“One is in a coma, two are sick, and my uncle has not presented any symptoms as of yet. He self-quarantined and called the health department,” tweeted Scott Bell, a financial planner who has declined to speak further about the matter with members of the press.

Public health officials have not released information in response to Bell’s announcement.

Longtime Playa del Rey resident Jackie Resnick said a friend who was also skiing in Northern Italy has been diagnosed with coronavirus and is in a medically induced coma.

“He was an exceptionally strong, physically fit athlete,” she said, “and now he is in very serious condition with feeding and breathing tubes.”

CAMPUS CLOSURES

Neither LMU nor UCLA have documented any COVID-19 cases on their campuses, and three UCLA students who self-quarantined tested negative for the virus.

Citing preventive measures, LMU has suspended in-person classes and moved to online instruction through March 31. Similar cancelations are in effect at USC through March 28 and at UCLA through April 10. Santa Monica College is maintaining regular operations but suspending its SMC Emeritus activities geared toward older adults, who are at greater risk from COVID-19, Superintendent Kathryn E. Jeffery announced Tuesday night.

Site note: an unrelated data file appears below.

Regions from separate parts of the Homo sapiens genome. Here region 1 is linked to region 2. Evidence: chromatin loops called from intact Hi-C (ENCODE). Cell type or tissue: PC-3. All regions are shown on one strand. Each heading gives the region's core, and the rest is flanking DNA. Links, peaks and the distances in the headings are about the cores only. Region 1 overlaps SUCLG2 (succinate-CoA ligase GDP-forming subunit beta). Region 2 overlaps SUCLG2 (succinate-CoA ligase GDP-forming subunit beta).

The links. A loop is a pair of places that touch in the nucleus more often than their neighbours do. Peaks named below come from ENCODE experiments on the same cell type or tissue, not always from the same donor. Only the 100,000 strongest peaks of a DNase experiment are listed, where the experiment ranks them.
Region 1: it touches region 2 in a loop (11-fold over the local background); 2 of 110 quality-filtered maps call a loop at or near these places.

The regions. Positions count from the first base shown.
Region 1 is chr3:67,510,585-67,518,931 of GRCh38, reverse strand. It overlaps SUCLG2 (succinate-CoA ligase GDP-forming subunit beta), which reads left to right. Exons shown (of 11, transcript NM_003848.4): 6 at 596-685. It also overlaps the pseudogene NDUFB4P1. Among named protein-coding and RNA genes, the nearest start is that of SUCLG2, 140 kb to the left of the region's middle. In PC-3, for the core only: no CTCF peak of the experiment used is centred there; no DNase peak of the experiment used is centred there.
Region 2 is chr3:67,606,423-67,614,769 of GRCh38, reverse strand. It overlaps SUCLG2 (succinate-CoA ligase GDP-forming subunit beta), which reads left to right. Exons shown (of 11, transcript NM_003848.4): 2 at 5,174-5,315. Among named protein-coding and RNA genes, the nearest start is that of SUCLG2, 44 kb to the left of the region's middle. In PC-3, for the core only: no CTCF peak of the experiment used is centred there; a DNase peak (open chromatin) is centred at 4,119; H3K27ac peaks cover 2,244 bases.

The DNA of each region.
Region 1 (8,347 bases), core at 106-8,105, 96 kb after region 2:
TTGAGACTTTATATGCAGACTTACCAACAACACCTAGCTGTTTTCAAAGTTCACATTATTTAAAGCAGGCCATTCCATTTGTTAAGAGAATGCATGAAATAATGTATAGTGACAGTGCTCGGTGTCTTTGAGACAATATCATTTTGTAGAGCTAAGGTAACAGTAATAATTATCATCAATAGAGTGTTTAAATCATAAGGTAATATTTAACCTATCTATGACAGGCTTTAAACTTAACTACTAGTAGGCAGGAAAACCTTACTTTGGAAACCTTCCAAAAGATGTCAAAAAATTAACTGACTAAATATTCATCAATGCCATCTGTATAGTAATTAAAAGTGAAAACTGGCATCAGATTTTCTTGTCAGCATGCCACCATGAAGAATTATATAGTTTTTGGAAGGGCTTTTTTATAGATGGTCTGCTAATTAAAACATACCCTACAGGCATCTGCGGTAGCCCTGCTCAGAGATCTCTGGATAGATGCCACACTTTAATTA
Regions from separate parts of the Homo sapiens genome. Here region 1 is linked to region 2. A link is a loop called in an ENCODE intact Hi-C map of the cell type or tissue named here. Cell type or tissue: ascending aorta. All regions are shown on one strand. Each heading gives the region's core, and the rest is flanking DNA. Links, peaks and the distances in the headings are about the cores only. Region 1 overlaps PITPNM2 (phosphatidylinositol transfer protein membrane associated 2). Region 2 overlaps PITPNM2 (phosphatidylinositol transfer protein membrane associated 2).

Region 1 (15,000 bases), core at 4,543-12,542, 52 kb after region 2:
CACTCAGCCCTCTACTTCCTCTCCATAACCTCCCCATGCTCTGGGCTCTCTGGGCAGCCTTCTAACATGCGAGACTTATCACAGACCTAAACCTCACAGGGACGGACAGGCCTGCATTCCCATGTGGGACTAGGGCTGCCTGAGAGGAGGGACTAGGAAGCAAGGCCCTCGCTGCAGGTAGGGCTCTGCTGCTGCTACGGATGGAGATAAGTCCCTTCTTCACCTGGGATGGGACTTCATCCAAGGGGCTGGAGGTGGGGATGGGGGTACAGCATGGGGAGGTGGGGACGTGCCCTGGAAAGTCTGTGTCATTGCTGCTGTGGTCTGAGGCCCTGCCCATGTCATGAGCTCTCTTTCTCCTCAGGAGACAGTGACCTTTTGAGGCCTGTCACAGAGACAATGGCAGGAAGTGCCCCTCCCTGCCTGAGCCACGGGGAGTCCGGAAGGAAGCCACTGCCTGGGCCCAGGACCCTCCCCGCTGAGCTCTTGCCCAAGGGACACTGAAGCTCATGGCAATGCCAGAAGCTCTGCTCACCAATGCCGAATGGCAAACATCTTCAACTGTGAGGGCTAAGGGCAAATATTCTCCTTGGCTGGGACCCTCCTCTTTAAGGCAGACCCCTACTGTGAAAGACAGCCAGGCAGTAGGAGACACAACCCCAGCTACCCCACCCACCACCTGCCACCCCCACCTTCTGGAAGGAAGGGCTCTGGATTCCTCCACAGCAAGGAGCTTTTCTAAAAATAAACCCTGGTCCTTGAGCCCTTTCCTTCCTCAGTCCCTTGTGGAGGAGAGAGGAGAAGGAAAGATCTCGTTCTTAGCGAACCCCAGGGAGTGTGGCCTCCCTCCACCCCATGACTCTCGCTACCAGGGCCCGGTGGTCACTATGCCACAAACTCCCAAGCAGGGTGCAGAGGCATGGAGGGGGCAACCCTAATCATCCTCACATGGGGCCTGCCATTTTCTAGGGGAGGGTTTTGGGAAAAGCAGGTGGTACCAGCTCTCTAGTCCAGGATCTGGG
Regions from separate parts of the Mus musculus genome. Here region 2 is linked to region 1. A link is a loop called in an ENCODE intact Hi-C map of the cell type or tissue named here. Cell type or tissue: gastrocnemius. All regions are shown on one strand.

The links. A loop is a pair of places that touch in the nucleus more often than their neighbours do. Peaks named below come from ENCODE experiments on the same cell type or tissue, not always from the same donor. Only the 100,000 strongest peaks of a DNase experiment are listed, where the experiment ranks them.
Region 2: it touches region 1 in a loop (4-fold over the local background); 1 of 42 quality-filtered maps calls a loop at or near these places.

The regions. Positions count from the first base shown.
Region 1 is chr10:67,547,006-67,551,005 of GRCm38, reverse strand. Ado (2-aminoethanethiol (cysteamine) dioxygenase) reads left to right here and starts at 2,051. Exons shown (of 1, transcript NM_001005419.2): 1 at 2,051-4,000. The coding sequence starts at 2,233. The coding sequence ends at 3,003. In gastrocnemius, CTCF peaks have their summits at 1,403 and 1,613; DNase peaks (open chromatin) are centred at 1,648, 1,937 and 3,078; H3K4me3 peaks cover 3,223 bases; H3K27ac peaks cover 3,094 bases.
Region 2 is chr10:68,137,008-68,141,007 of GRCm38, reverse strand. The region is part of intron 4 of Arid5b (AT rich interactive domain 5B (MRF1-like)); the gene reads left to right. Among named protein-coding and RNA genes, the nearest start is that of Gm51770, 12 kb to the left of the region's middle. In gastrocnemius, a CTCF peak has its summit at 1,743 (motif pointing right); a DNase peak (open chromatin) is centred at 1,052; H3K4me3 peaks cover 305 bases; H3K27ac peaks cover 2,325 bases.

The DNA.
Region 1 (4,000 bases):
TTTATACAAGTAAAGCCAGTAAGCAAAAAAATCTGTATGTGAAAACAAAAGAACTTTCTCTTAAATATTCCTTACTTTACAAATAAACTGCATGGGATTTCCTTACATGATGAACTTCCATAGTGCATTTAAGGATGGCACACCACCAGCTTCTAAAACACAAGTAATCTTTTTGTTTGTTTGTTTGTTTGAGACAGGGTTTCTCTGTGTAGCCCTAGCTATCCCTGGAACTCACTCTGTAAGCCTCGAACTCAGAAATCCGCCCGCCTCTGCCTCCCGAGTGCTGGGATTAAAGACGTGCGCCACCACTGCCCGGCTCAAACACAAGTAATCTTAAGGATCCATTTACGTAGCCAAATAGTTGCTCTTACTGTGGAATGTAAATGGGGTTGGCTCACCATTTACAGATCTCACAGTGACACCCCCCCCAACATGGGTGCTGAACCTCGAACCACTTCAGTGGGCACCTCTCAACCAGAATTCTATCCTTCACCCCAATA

LMU has restricted all university international travel for students, faculty and staff through April 12, according to a statement by LMU President Timothy Law-Snyder. Those who have recently traveled to high-risk countries are not permitted to return to the LMU campus for 14 days.

The Jesuit university is also following Los Angeles Archdiocese worship guidelines to suspend the sharing of wine for Holy Communion, remove holy water from unfiltered fonts and refrain from shaking hands during offerings of peace.